Investors Pour Money Into Bitcoin As The Dow Drops, But Will The ‘Tether’ Break Anyway?


On Monday, The Dow plunged over 1100 points (4.6%), the largest one-day point drop in the index’s 132-year history but thankfully not the largest percentage drop (which would be the 22.61% drop on Black Monday in 1987). Cryptocurrency markets also provided a wild ride on Monday, with initial heavy losses after news that the major credit card companies would no longer allow cryptocurrency purchases on credit (oddly enough, they don’t want to provide collateral-free, unverified margin accounts). But crypto rallied after 3 p.m. EST when investors timid about stocks losses looked for something else to buy.

As Business Insider reports, “the entire crypto market cap jumped 7% from its low of $310 billion, to $335 billion by 4 p.m. ET.” Bitcoin was up 6% from its intraday low, while other popular cryptocurrencies like Ethereum and XRP fared better (12% and 11%, respectively). So why has Bitcoin been taking such a beating lately? The answer may lie in something called Tether.

Tether is a cryptotoken that is pegged to the U.S. dollar and purportedly keeps real dollars in a bank account somewhere to back up their currency. Since it’s backed by real dollars, it can be used by Bitcoin buyers and sellers to quickly buy and sell Bitcoins. The problem (or “kerfuffle monsoon”) Bitcoin is facing is three-fold.

First, there are $2.2 billion worth of Tether tokens now in existence, but no evidence the company actually has $2.2 billion in US dollars in reserve. Tether hired an auditor (Friedman LLP) to prove they have the cash on hand, but then they “dissolved” their relationship with the auditor.

Secondly, Bloomberg reported last week that Tether and cryptocurrency exchange Bitfinex were subpoenaed by the US commodities trading regulator last December. We’ll get back to Tether and Bitfinex in a moment, but it’s worth noting the two companies have the same CEO, Jan Ludovicus van der Velde.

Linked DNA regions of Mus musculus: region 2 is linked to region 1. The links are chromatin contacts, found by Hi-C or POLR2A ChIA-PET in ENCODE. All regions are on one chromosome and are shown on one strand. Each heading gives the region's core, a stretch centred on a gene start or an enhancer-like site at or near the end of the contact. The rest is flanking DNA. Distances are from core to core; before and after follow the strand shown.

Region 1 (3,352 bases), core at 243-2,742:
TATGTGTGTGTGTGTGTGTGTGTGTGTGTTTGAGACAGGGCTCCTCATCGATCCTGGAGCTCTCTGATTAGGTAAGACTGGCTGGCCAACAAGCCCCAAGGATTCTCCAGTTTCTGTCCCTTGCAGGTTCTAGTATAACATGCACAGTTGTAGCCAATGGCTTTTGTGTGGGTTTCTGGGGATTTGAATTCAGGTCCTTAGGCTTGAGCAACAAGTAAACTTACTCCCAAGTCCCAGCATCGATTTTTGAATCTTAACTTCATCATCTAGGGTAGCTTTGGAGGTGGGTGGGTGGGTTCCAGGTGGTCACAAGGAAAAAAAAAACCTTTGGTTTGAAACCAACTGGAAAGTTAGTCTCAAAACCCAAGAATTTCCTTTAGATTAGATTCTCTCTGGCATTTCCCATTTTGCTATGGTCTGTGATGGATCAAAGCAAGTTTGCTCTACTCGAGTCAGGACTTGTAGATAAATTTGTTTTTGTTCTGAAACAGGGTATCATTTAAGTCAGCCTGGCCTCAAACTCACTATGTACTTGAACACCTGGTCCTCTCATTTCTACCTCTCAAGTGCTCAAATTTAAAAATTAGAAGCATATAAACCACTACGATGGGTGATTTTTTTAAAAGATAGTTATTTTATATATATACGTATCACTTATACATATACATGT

The third problem comes from an anonymous report which estimated the possible value of Bitcoin if Tether had never influenced the price. Between April 2017 and January 2018, Bitcoins price rose about 48.8% within two hours after each new issuing of Tether coins on the Bitfinex exchange. “It is highly unlikely that Tether is growing through any organic business process, rather that they are printing in response to market conditions,” the report’s author opines.

If 48.8% of Bitcoin’s growth is due to Tether, and Tether turns out to not have $2.2 billion cash in reserve, that suggests one Bitcoin is worth $3320.19 instead of the price of $6484.75 at this writing.

But it may be even worse. If the effects of Tether amplified other rallies in Bitcoin prices, the report’s author believes it may have accounted for 70% of the price, making the value $1296.95.

The author also extrapolated what would happen if Bitcoin prices had followed a linear trend-line (not likely) for the price just before most of Tether began being issued. That scenario would place Bitcoin at $2,000 at the end of January 2018. The author recommended an audit of Tether’s claimed cash reserves.

There is one detail in Bitcoin’s favor. $2.2 billion is still only around 1.3% of Bitcoin’s total market cap, and part of Bitcoin’s recent price drops may be due to Tether news, meaning the damage is already done. It’s hard to say. Bitcoin is already incredibly volatile — 600% more volatile than gold in 2017 — so don’t expect jokes about its volatility to end anytime soon. But we’ll see who’s laughing when we’re rolling in vapetokens and bananacoins…

(Via Tether Report, Bloomberg [1, 2], Business Insider, Quartz, Inverse, CoinDesk, Chris Burniske, Jon Hendren, and Zack Bloom)